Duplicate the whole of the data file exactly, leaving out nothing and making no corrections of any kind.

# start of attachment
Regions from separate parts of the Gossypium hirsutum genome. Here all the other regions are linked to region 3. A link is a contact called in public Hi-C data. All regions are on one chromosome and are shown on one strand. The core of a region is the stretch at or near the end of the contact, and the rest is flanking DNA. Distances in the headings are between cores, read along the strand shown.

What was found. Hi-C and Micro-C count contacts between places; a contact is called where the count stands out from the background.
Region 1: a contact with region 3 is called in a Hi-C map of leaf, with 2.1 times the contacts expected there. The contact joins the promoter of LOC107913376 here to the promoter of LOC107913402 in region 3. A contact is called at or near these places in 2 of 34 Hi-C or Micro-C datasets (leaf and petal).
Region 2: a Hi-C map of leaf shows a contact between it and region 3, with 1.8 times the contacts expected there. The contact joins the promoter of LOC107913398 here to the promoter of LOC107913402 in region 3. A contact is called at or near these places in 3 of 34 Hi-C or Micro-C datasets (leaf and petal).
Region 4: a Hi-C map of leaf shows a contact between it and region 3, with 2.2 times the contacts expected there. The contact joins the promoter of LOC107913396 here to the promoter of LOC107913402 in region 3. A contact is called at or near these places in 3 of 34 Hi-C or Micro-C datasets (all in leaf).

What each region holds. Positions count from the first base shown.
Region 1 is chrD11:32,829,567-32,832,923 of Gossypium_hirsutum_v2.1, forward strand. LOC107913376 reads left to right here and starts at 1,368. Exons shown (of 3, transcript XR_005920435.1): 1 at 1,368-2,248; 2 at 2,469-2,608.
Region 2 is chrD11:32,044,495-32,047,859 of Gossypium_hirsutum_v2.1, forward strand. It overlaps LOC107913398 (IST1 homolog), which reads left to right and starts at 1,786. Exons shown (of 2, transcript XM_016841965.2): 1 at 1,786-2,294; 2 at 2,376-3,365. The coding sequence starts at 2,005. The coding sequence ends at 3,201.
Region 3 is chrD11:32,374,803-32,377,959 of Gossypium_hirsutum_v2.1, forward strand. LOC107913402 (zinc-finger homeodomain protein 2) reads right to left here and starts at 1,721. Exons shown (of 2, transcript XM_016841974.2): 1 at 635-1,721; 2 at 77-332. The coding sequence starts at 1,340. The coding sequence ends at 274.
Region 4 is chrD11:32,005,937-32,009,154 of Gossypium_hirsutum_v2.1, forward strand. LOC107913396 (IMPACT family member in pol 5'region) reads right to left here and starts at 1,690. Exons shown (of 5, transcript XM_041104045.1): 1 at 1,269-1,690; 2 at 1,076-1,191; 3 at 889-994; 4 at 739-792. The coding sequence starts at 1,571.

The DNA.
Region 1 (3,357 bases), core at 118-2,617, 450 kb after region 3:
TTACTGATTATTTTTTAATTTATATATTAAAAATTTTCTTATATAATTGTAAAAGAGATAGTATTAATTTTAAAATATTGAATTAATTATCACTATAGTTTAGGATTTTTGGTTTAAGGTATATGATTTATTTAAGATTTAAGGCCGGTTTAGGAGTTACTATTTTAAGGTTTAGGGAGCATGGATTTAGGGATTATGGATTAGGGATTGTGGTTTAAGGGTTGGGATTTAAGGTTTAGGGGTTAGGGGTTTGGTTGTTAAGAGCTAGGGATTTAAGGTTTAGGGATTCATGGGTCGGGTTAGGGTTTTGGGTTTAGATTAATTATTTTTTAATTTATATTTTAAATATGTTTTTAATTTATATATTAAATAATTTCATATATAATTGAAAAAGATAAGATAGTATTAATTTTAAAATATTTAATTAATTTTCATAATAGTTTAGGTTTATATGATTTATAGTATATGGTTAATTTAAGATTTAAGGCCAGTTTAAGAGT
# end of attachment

Regions from separate parts of the Gossypium hirsutum genome. Here all the other regions are linked to region 3. A link is a contact called in public Hi-C data. All regions are on one chromosome and are shown on one strand. The core of a region is the stretch at or near the end of the contact, and the rest is flanking DNA. Distances in the headings are between cores, read along the strand shown.

What was found. Hi-C and Micro-C count contacts between places; a contact is called where the count stands out from the background.
Region 1: a contact with region 3 is called in a Hi-C map of leaf, with 2.1 times the contacts expected there. The contact joins the promoter of LOC107913376 here to the promoter of LOC107913402 in region 3. A contact is called at or near these places in 2 of 34 Hi-C or Micro-C datasets (leaf and petal).
Region 2: a Hi-C map of leaf shows a contact between it and region 3, with 1.8 times the contacts expected there. The contact joins the promoter of LOC107913398 here to the promoter of LOC107913402 in region 3. A contact is called at or near these places in 3 of 34 Hi-C or Micro-C datasets (leaf and petal).
Region 4: a Hi-C map of leaf shows a contact between it and region 3, with 2.2 times the contacts expected there. The contact joins the promoter of LOC107913396 here to the promoter of LOC107913402 in region 3. A contact is called at or near these places in 3 of 34 Hi-C or Micro-C datasets (all in leaf).

What each region holds. Positions count from the first base shown.
Region 1 is chrD11:32,829,567-32,832,923 of Gossypium_hirsutum_v2.1, forward strand. LOC107913376 reads left to right here and starts at 1,368. Exons shown (of 3, transcript XR_005920435.1): 1 at 1,368-2,248; 2 at 2,469-2,608.
Region 2 is chrD11:32,044,495-32,047,859 of Gossypium_hirsutum_v2.1, forward strand. It overlaps LOC107913398 (IST1 homolog), which reads left to right and starts at 1,786. Exons shown (of 2, transcript XM_016841965.2): 1 at 1,786-2,294; 2 at 2,376-3,365. The coding sequence starts at 2,005. The coding sequence ends at 3,201.
Region 3 is chrD11:32,374,803-32,377,959 of Gossypium_hirsutum_v2.1, forward strand. LOC107913402 (zinc-finger homeodomain protein 2) reads right to left here and starts at 1,721. Exons shown (of 2, transcript XM_016841974.2): 1 at 635-1,721; 2 at 77-332. The coding sequence starts at 1,340. The coding sequence ends at 274.
Region 4 is chrD11:32,005,937-32,009,154 of Gossypium_hirsutum_v2.1, forward strand. LOC107913396 (IMPACT family member in pol 5'region) reads right to left here and starts at 1,690. Exons shown (of 5, transcript XM_041104045.1): 1 at 1,269-1,690; 2 at 1,076-1,191; 3 at 889-994; 4 at 739-792. The coding sequence starts at 1,571.

The DNA.
Region 1 (3,357 bases), core at 118-2,617, 450 kb after region 3:
TTACTGATTATTTTTTAATTTATATATTAAAAATTTTCTTATATAATTGTAAAAGAGATAGTATTAATTTTAAAATATTGAATTAATTATCACTATAGTTTAGGATTTTTGGTTTAAGGTATATGATTTATTTAAGATTTAAGGCCGGTTTAGGAGTTACTATTTTAAGGTTTAGGGAGCATGGATTTAGGGATTATGGATTAGGGATTGTGGTTTAAGGGTTGGGATTTAAGGTTTAGGGGTTAGGGGTTTGGTTGTTAAGAGCTAGGGATTTAAGGTTTAGGGATTCATGGGTCGGGTTAGGGTTTTGGGTTTAGATTAATTATTTTTTAATTTATATTTTAAATATGTTTTTAATTTATATATTAAATAATTTCATATATAATTGAAAAAGATAAGATAGTATTAATTTTAAAATATTTAATTAATTTTCATAATAGTTTAGGTTTATATGATTTATAGTATATGGTTAATTTAAGATTTAAGGCCAGTTTAAGAGT